- Use a light colored container that will reflect sunlight and heat. It can be an ice bucket, a Styrofoam® container, or a plastic container with lids.
- Metal such as stainless steel will hold in the heat allowing your ice to melt sooner.
- Line the container with the best material—aluminum foil that reflects heat, and one layer will do.
- Wrap the container with a towel or small blanket to hold in the cold.
Making Your Own Ice Cubes Rather Than Buying Ice
- Boil your cold water to reduce the amount of air bubbles in the ice. They will look like commercial ice that is glassy and clear.
- Cool the water before putting into plastic ice cube trays so the trays don’t melt.
- Use larger ice trays for larger ice cubes and smaller trays for smaller ice cubes. Remember that smaller ice melts faster.
- You can also use small plastic storage containers or muffin tins to have chunky ice.
- After the water has cooled, put the trays or containers in the freezer.
- To use, put a towel into your ice bucket or container then add the ice cubes. This insulates the ice keeping it cold. If you have bubble wrap, put it under the towel.
- Use a lid to keep the ice from melting from the ambient air temperature that is warmer.
- Keep the ice in a cool area that’s colder next to an air conditioner unit or air conditioner floor vent. Keep out of the sunlight and put under a tree if you are outside on the deck or in the yard.
- Keep your hot dishes of food away from the ice bucket.
- You can use the commercial ice paks that are frozen to keep your cubes from melting.
- If you use a large cooler, put frozen water in bottles to be additional ice paks.
- Keep the ice filled to the top of the cooler or container. This prevents the bottom ice from becoming too warm.
How to Keep Ice Longer in Your Cooler or Ice Chest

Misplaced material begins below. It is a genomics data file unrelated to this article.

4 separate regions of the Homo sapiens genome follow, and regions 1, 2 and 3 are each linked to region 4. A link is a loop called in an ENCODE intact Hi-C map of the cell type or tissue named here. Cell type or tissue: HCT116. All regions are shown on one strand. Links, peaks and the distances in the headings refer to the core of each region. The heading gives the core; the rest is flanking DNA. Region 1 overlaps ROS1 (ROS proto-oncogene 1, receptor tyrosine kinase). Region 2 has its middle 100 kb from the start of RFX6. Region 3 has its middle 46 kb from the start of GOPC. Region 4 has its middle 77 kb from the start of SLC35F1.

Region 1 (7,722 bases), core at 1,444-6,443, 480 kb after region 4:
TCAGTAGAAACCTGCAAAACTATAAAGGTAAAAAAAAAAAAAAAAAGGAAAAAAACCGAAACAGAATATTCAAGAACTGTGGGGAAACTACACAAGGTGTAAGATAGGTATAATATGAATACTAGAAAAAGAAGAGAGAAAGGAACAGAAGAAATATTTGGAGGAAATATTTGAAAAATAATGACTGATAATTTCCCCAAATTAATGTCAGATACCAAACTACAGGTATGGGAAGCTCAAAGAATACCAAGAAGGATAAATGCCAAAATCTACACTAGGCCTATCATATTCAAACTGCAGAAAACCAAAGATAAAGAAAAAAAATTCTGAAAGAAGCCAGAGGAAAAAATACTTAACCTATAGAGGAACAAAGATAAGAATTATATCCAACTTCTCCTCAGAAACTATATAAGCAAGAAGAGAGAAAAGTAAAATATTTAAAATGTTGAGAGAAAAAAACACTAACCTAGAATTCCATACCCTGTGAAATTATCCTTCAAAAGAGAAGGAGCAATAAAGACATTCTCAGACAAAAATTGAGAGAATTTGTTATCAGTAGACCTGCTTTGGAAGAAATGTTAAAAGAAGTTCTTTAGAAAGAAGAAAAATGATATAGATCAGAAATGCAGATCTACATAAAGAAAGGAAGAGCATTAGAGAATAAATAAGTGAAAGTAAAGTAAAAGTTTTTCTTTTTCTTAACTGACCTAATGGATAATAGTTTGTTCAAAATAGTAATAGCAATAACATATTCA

It does not matter what cooler brand you use. These guidelines will help you keep the ice longer for your backyard picnic or long trip.
- Put bags of crushed ice around your cooler the night before you plan to use it. Cooling the cooler this way helps the main ice you put it stay frozen.
- Put in the crushed ice minus any melted water.
- Add ice blocks or ice paks that don’t melt as fast.
- Make your own block ice by filling water bottles, milk cartons, and other plastic containers leaving a head space because water expands as it freezes.
- Adding ice cream salt to your water before you freeze it lowers the freezing temp of the water. This makes the frozen water colder than just water from the tap or boiled water. However, salt melts ice. We put in on the icy patches in the winter. So, put the salt in water bottles with water and not directly in the cooler with ice.
- Have your beers, sodas, and food cold before putting into the cooler and your ice will last longer.
- Keep the ice chest out of the sun. Do not put it in a tent! It’s hot in there. Keep in the shade of a tree if possible.
- Cover the entire ice chest or cooler with a large bath towel or blanket and if you can wet them—that’s even better.
- Try not to open the chest or cooler too much—the cold escapes and the heat moves in.
- A full-to-the-top ice chest is better at keeping things cold than a half-way full one. A full chest has less air to be cooled down.
- Don’t drain the melting ice water. Slushy icy water will keep your drinks cold. Be sure your food is in tight containers so not to become soggy from water. When you add new ice you can drain off the water.